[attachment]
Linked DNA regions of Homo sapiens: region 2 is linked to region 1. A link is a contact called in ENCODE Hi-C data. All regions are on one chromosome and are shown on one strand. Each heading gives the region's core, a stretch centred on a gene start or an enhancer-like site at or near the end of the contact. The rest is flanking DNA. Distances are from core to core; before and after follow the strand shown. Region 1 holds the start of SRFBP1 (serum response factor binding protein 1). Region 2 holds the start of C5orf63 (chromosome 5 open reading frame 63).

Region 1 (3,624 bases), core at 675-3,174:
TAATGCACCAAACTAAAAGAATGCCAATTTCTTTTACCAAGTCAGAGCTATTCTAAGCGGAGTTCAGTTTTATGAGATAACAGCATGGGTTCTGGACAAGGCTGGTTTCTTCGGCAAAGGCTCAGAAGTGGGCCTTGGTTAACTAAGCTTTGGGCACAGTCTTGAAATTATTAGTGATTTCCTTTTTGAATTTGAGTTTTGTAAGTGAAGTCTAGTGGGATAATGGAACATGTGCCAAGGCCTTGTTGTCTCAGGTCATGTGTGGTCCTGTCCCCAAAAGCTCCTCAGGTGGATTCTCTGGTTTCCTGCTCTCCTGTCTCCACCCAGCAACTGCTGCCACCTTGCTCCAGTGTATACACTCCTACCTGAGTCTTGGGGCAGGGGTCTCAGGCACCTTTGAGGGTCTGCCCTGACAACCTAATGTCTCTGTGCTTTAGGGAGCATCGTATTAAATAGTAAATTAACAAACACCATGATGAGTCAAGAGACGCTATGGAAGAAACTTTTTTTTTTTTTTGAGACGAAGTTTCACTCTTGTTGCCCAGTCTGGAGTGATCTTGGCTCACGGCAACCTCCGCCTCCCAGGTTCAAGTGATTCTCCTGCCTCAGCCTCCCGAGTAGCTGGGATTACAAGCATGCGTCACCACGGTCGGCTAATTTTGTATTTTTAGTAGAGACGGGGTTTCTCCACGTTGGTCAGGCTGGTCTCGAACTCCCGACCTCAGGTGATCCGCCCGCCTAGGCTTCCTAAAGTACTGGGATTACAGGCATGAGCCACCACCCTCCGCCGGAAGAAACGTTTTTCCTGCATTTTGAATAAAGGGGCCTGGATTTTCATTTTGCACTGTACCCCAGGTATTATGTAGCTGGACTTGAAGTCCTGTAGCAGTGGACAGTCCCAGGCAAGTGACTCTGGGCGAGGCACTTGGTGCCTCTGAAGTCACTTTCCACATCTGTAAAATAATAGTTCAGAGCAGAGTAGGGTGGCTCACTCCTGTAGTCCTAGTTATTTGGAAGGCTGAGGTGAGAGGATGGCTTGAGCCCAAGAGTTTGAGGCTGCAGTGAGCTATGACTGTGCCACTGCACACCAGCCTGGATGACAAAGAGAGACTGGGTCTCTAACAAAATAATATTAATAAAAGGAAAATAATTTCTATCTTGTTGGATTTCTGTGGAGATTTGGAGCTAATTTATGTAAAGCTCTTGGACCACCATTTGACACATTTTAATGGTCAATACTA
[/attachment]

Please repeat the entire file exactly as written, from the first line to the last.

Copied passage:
Linked DNA regions of Homo sapiens: region 2 is linked to region 1. A link is a contact called in ENCODE Hi-C data. All regions are on one chromosome and are shown on one strand. Each heading gives the region's core, a stretch centred on a gene start or an enhancer-like site at or near the end of the contact. The rest is flanking DNA. Distances are from core to core; before and after follow the strand shown. Region 1 holds the start of SRFBP1 (serum response factor binding protein 1). Region 2 holds the start of C5orf63 (chromosome 5 open reading frame 63).

Region 1 (3,624 bases), core at 675-3,174:
TAATGCACCAAACTAAAAGAATGCCAATTTCTTTTACCAAGTCAGAGCTATTCTAAGCGGAGTTCAGTTTTATGAGATAACAGCATGGGTTCTGGACAAGGCTGGTTTCTTCGGCAAAGGCTCAGAAGTGGGCCTTGGTTAACTAAGCTTTGGGCACAGTCTTGAAATTATTAGTGATTTCCTTTTTGAATTTGAGTTTTGTAAGTGAAGTCTAGTGGGATAATGGAACATGTGCCAAGGCCTTGTTGTCTCAGGTCATGTGTGGTCCTGTCCCCAAAAGCTCCTCAGGTGGATTCTCTGGTTTCCTGCTCTCCTGTCTCCACCCAGCAACTGCTGCCACCTTGCTCCAGTGTATACACTCCTACCTGAGTCTTGGGGCAGGGGTCTCAGGCACCTTTGAGGGTCTGCCCTGACAACCTAATGTCTCTGTGCTTTAGGGAGCATCGTATTAAATAGTAAATTAACAAACACCATGATGAGTCAAGAGACGCTATGGAAGAAACTTTTTTTTTTTTTTGAGACGAAGTTTCACTCTTGTTGCCCAGTCTGGAGTGATCTTGGCTCACGGCAACCTCCGCCTCCCAGGTTCAAGTGATTCTCCTGCCTCAGCCTCCCGAGTAGCTGGGATTACAAGCATGCGTCACCACGGTCGGCTAATTTTGTATTTTTAGTAGAGACGGGGTTTCTCCACGTTGGTCAGGCTGGTCTCGAACTCCCGACCTCAGGTGATCCGCCCGCCTAGGCTTCCTAAAGTACTGGGATTACAGGCATGAGCCACCACCCTCCGCCGGAAGAAACGTTTTTCCTGCATTTTGAATAAAGGGGCCTGGATTTTCATTTTGCACTGTACCCCAGGTATTATGTAGCTGGACTTGAAGTCCTGTAGCAGTGGACAGTCCCAGGCAAGTGACTCTGGGCGAGGCACTTGGTGCCTCTGAAGTCACTTTCCACATCTGTAAAATAATAGTTCAGAGCAGAGTAGGGTGGCTCACTCCTGTAGTCCTAGTTATTTGGAAGGCTGAGGTGAGAGGATGGCTTGAGCCCAAGAGTTTGAGGCTGCAGTGAGCTATGACTGTGCCACTGCACACCAGCCTGGATGACAAAGAGAGACTGGGTCTCTAACAAAATAATATTAATAAAAGGAAAATAATTTCTATCTTGTTGGATTTCTGTGGAGATTTGGAGCTAATTTATGTAAAGCTCTTGGACCACCATTTGACACATTTTAATGGTCAATACTA